NASCAR driver Danica Patrick escaped unharmed Sunday after crashing her car during a race in at the Phoenix International Raceway. (Photo : Reuters)
Danica Patrick started out strong last week during the Daytona 500, but she was lucky to escape uninjured after her No.10 car slammed into the wall at the Phoenix International Raceway Sunday.
Patrick was in 26th place with about 100 laps to go in the NASCAR Sprint Cup Subway 500 when her right front tire blew out as she attempted to come around a curve. She lost control of the car as the right side of the vehicle slammed into the wall. As her car slid back onto the track, race car driver David Ragan slammed into her, causing Patrick's car hood to flip over the windshield, the jarring force of the impact triggering protective foam to open up in Patrick's driver side.
Like Us on Facebook
Despite the crash, Patrick escaped with no injuries. Aferwards, the female race car star recalled the moments of the crash.
"Whenever those right-fronts go, they always hit hard because you don't broadside, you hit more straight on," Patrick said. "It took a hard hit both sides and I'm fine, so NASCAR is doing a good job at safety. But no real good warning. The car wasn't all that tight and most of the (problems) were in the rear, so there was no real vibration that told me that was going to happen."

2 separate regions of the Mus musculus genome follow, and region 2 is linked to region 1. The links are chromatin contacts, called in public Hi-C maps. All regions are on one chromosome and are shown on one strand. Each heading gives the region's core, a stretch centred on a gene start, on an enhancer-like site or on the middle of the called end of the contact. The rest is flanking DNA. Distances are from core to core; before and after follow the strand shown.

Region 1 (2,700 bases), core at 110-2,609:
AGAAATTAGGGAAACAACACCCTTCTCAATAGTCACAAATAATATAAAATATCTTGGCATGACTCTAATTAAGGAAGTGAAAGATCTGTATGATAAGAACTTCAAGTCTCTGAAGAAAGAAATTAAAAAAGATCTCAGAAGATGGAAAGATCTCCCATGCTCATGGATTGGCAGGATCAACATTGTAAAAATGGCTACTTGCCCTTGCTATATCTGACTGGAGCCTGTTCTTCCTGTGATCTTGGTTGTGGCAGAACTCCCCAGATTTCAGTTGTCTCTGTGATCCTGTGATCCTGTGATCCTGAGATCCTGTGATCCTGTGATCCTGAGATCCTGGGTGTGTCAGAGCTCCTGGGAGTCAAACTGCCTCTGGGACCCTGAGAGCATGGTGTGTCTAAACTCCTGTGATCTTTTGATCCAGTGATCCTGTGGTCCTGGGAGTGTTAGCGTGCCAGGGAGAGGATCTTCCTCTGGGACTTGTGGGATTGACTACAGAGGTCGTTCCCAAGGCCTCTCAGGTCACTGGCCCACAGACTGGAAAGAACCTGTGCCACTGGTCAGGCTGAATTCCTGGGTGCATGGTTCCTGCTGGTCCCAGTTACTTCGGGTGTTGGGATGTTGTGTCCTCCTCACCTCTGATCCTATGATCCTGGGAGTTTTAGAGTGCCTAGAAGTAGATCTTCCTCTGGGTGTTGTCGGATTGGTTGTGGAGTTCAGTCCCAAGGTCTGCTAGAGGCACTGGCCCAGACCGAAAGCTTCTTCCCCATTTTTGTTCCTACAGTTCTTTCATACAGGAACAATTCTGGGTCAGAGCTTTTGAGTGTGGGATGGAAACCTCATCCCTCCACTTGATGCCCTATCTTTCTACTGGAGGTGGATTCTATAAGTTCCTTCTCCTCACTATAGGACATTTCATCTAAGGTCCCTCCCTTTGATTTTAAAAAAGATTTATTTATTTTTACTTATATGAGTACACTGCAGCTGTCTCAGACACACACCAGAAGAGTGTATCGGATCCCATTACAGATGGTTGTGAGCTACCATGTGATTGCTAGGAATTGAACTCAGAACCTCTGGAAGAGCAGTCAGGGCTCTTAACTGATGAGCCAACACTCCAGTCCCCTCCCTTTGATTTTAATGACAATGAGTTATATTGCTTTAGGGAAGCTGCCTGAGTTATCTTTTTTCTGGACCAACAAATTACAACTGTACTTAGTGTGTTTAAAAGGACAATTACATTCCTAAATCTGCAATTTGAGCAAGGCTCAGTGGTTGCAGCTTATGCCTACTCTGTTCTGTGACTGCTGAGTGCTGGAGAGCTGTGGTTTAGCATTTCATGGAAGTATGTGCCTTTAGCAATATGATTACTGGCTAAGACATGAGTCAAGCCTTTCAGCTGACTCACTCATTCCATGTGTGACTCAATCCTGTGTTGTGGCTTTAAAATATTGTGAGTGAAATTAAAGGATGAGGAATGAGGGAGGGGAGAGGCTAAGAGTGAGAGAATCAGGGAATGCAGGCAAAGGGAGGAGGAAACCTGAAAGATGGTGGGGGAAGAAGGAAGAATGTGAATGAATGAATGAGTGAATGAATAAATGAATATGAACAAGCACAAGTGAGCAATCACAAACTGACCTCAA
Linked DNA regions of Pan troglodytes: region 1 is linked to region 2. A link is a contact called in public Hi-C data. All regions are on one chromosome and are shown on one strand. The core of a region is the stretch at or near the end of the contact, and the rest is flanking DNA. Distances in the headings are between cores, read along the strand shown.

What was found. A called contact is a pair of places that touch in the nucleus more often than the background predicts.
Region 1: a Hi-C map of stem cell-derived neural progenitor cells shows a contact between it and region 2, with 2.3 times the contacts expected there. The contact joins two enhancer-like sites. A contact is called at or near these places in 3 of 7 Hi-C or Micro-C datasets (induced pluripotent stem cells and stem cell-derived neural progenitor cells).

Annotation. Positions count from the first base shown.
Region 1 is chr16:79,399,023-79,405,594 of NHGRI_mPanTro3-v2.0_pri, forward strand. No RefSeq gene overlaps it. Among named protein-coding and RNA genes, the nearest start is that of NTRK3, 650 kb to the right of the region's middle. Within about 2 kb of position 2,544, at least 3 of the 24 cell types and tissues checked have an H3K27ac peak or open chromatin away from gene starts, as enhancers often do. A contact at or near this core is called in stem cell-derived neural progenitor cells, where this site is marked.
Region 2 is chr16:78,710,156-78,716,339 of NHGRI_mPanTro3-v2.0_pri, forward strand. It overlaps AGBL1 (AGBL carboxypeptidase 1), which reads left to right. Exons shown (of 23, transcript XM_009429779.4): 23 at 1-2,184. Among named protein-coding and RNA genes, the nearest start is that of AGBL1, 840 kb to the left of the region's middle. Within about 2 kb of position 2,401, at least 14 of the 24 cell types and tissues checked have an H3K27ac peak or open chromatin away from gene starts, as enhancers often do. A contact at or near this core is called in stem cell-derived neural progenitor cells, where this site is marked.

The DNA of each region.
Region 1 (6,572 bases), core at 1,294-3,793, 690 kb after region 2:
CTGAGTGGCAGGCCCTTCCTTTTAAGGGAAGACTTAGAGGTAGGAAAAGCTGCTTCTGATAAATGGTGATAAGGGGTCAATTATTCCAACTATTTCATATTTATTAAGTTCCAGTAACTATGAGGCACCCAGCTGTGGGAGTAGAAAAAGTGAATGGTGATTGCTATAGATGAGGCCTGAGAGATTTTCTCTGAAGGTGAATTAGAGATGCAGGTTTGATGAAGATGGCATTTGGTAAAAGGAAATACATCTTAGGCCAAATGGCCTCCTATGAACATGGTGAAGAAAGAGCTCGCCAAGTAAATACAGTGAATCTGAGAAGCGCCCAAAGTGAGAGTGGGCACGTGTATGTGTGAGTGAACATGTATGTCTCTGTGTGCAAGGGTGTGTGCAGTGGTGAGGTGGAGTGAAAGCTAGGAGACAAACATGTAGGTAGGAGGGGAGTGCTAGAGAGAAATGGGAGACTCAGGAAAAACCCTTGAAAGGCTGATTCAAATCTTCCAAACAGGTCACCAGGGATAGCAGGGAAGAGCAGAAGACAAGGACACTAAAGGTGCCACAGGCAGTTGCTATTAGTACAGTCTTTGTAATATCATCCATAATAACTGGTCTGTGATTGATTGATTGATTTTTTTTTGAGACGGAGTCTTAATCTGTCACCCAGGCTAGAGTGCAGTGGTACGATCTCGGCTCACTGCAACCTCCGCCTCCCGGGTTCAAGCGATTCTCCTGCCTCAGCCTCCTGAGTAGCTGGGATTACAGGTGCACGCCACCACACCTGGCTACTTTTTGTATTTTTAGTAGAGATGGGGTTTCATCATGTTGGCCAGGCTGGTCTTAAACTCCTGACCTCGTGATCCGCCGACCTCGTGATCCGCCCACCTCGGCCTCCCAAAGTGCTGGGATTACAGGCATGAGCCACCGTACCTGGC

Patrick made history last week when she became the first woman to lead the Daytona 500 and finished eight in one of NASCAR's most famous races. However, the crash at Phoenix caused her to finish in 39th place.
However, despite the setback at Phoenix, Patrick has been rising in the ranks in NASCAR, becoming a box office-type star for race car driving and generating a ton of interest in the sport, according to a recent poll by Seton Hall University.
According to the poll, 21 percent of the poll's respondents said they were more interested in the Daytona 500 this year because Patrick captured the pole position.
"Nascar can be very excited that one in five Americans were more interested, something any sport would love to have," Rick Gentile, director of the poll, told Bloomberg News. "That's really a huge boost to the sport from a single participant."